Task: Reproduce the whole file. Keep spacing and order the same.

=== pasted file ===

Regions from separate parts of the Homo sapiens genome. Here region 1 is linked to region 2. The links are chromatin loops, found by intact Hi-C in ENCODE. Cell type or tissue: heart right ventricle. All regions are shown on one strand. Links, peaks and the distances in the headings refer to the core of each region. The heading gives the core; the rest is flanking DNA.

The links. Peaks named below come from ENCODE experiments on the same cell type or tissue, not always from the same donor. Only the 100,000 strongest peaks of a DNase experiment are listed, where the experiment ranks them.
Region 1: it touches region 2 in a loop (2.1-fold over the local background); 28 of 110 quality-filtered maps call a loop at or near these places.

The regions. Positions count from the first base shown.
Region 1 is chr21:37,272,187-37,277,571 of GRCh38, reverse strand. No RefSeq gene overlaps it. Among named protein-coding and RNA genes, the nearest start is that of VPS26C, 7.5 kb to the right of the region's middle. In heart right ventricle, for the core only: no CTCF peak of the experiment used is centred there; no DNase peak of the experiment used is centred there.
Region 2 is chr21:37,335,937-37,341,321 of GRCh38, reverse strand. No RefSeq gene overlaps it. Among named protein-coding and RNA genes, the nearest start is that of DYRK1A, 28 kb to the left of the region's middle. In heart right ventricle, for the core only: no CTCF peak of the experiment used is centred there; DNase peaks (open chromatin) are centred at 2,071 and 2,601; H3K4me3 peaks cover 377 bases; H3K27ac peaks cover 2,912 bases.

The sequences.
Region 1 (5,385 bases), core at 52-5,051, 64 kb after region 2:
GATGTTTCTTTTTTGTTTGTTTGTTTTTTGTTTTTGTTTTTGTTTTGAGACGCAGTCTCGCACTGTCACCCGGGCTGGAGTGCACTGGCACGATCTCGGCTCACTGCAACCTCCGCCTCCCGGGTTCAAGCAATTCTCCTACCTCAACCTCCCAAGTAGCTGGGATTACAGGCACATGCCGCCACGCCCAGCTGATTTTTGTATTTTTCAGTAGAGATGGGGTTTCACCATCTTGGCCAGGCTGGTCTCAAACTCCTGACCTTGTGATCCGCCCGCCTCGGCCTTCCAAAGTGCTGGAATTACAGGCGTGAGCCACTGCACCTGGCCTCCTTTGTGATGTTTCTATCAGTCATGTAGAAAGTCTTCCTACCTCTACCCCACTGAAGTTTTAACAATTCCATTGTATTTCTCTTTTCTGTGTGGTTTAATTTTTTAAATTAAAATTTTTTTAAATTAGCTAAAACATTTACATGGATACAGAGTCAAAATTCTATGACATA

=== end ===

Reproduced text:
Regions from separate parts of the Homo sapiens genome. Here region 1 is linked to region 2. The links are chromatin loops, found by intact Hi-C in ENCODE. Cell type or tissue: heart right ventricle. All regions are shown on one strand. Links, peaks and the distances in the headings refer to the core of each region. The heading gives the core; the rest is flanking DNA.

The links. Peaks named below come from ENCODE experiments on the same cell type or tissue, not always from the same donor. Only the 100,000 strongest peaks of a DNase experiment are listed, where the experiment ranks them.
Region 1: it touches region 2 in a loop (2.1-fold over the local background); 28 of 110 quality-filtered maps call a loop at or near these places.

The regions. Positions count from the first base shown.
Region 1 is chr21:37,272,187-37,277,571 of GRCh38, reverse strand. No RefSeq gene overlaps it. Among named protein-coding and RNA genes, the nearest start is that of VPS26C, 7.5 kb to the right of the region's middle. In heart right ventricle, for the core only: no CTCF peak of the experiment used is centred there; no DNase peak of the experiment used is centred there.
Region 2 is chr21:37,335,937-37,341,321 of GRCh38, reverse strand. No RefSeq gene overlaps it. Among named protein-coding and RNA genes, the nearest start is that of DYRK1A, 28 kb to the left of the region's middle. In heart right ventricle, for the core only: no CTCF peak of the experiment used is centred there; DNase peaks (open chromatin) are centred at 2,071 and 2,601; H3K4me3 peaks cover 377 bases; H3K27ac peaks cover 2,912 bases.

The sequences.
Region 1 (5,385 bases), core at 52-5,051, 64 kb after region 2:
GATGTTTCTTTTTTGTTTGTTTGTTTTTTGTTTTTGTTTTTGTTTTGAGACGCAGTCTCGCACTGTCACCCGGGCTGGAGTGCACTGGCACGATCTCGGCTCACTGCAACCTCCGCCTCCCGGGTTCAAGCAATTCTCCTACCTCAACCTCCCAAGTAGCTGGGATTACAGGCACATGCCGCCACGCCCAGCTGATTTTTGTATTTTTCAGTAGAGATGGGGTTTCACCATCTTGGCCAGGCTGGTCTCAAACTCCTGACCTTGTGATCCGCCCGCCTCGGCCTTCCAAAGTGCTGGAATTACAGGCGTGAGCCACTGCACCTGGCCTCCTTTGTGATGTTTCTATCAGTCATGTAGAAAGTCTTCCTACCTCTACCCCACTGAAGTTTTAACAATTCCATTGTATTTCTCTTTTCTGTGTGGTTTAATTTTTTAAATTAAAATTTTTTTAAATTAGCTAAAACATTTACATGGATACAGAGTCAAAATTCTATGACATA